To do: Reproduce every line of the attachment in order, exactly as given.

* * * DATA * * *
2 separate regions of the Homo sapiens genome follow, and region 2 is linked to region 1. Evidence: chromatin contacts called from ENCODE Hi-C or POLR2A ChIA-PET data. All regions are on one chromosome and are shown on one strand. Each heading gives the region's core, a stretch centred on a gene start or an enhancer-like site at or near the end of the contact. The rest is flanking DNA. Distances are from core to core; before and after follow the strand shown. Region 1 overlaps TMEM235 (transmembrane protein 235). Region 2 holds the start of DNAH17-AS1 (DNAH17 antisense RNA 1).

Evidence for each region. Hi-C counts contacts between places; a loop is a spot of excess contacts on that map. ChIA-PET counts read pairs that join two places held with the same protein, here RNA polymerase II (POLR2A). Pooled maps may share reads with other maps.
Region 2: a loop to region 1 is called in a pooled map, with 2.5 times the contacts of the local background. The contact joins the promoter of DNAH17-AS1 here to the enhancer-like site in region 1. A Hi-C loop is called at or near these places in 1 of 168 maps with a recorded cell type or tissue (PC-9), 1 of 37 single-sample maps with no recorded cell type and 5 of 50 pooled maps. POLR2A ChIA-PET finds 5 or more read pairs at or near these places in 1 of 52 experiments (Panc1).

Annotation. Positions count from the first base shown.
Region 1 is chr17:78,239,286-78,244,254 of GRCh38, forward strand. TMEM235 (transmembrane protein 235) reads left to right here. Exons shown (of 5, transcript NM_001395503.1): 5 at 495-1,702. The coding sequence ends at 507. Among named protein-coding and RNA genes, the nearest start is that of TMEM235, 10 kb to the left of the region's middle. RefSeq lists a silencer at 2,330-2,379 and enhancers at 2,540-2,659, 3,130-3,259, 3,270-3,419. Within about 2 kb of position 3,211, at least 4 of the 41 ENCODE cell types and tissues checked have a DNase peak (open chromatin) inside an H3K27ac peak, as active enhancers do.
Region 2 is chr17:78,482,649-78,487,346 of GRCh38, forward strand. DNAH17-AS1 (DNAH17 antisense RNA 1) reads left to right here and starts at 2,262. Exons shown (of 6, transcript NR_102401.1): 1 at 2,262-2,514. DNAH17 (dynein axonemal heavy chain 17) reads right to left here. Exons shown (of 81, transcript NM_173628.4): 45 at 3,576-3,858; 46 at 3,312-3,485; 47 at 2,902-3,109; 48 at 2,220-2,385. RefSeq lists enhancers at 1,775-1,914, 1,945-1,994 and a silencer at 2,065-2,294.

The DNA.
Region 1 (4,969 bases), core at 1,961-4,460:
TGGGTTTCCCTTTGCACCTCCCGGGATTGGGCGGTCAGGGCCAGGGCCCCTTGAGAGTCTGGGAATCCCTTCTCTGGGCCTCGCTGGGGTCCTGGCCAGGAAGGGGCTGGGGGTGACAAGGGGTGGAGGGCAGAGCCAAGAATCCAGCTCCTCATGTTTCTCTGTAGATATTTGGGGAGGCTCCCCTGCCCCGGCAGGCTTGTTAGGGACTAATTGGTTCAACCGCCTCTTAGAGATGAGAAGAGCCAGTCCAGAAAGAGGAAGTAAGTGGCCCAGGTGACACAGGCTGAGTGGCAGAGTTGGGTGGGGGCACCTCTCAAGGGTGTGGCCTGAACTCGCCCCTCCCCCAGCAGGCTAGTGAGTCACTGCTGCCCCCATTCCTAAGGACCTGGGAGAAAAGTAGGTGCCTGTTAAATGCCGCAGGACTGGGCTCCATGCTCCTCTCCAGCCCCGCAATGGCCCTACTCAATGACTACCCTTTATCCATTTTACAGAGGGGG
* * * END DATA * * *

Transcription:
2 separate regions of the Homo sapiens genome follow, and region 2 is linked to region 1. Evidence: chromatin contacts called from ENCODE Hi-C or POLR2A ChIA-PET data. All regions are on one chromosome and are shown on one strand. Each heading gives the region's core, a stretch centred on a gene start or an enhancer-like site at or near the end of the contact. The rest is flanking DNA. Distances are from core to core; before and after follow the strand shown. Region 1 overlaps TMEM235 (transmembrane protein 235). Region 2 holds the start of DNAH17-AS1 (DNAH17 antisense RNA 1).

Evidence for each region. Hi-C counts contacts between places; a loop is a spot of excess contacts on that map. ChIA-PET counts read pairs that join two places held with the same protein, here RNA polymerase II (POLR2A). Pooled maps may share reads with other maps.
Region 2: a loop to region 1 is called in a pooled map, with 2.5 times the contacts of the local background. The contact joins the promoter of DNAH17-AS1 here to the enhancer-like site in region 1. A Hi-C loop is called at or near these places in 1 of 168 maps with a recorded cell type or tissue (PC-9), 1 of 37 single-sample maps with no recorded cell type and 5 of 50 pooled maps. POLR2A ChIA-PET finds 5 or more read pairs at or near these places in 1 of 52 experiments (Panc1).

Annotation. Positions count from the first base shown.
Region 1 is chr17:78,239,286-78,244,254 of GRCh38, forward strand. TMEM235 (transmembrane protein 235) reads left to right here. Exons shown (of 5, transcript NM_001395503.1): 5 at 495-1,702. The coding sequence ends at 507. Among named protein-coding and RNA genes, the nearest start is that of TMEM235, 10 kb to the left of the region's middle. RefSeq lists a silencer at 2,330-2,379 and enhancers at 2,540-2,659, 3,130-3,259, 3,270-3,419. Within about 2 kb of position 3,211, at least 4 of the 41 ENCODE cell types and tissues checked have a DNase peak (open chromatin) inside an H3K27ac peak, as active enhancers do.
Region 2 is chr17:78,482,649-78,487,346 of GRCh38, forward strand. DNAH17-AS1 (DNAH17 antisense RNA 1) reads left to right here and starts at 2,262. Exons shown (of 6, transcript NR_102401.1): 1 at 2,262-2,514. DNAH17 (dynein axonemal heavy chain 17) reads right to left here. Exons shown (of 81, transcript NM_173628.4): 45 at 3,576-3,858; 46 at 3,312-3,485; 47 at 2,902-3,109; 48 at 2,220-2,385. RefSeq lists enhancers at 1,775-1,914, 1,945-1,994 and a silencer at 2,065-2,294.

The DNA.
Region 1 (4,969 bases), core at 1,961-4,460:
TGGGTTTCCCTTTGCACCTCCCGGGATTGGGCGGTCAGGGCCAGGGCCCCTTGAGAGTCTGGGAATCCCTTCTCTGGGCCTCGCTGGGGTCCTGGCCAGGAAGGGGCTGGGGGTGACAAGGGGTGGAGGGCAGAGCCAAGAATCCAGCTCCTCATGTTTCTCTGTAGATATTTGGGGAGGCTCCCCTGCCCCGGCAGGCTTGTTAGGGACTAATTGGTTCAACCGCCTCTTAGAGATGAGAAGAGCCAGTCCAGAAAGAGGAAGTAAGTGGCCCAGGTGACACAGGCTGAGTGGCAGAGTTGGGTGGGGGCACCTCTCAAGGGTGTGGCCTGAACTCGCCCCTCCCCCAGCAGGCTAGTGAGTCACTGCTGCCCCCATTCCTAAGGACCTGGGAGAAAAGTAGGTGCCTGTTAAATGCCGCAGGACTGGGCTCCATGCTCCTCTCCAGCCCCGCAATGGCCCTACTCAATGACTACCCTTTATCCATTTTACAGAGGGGG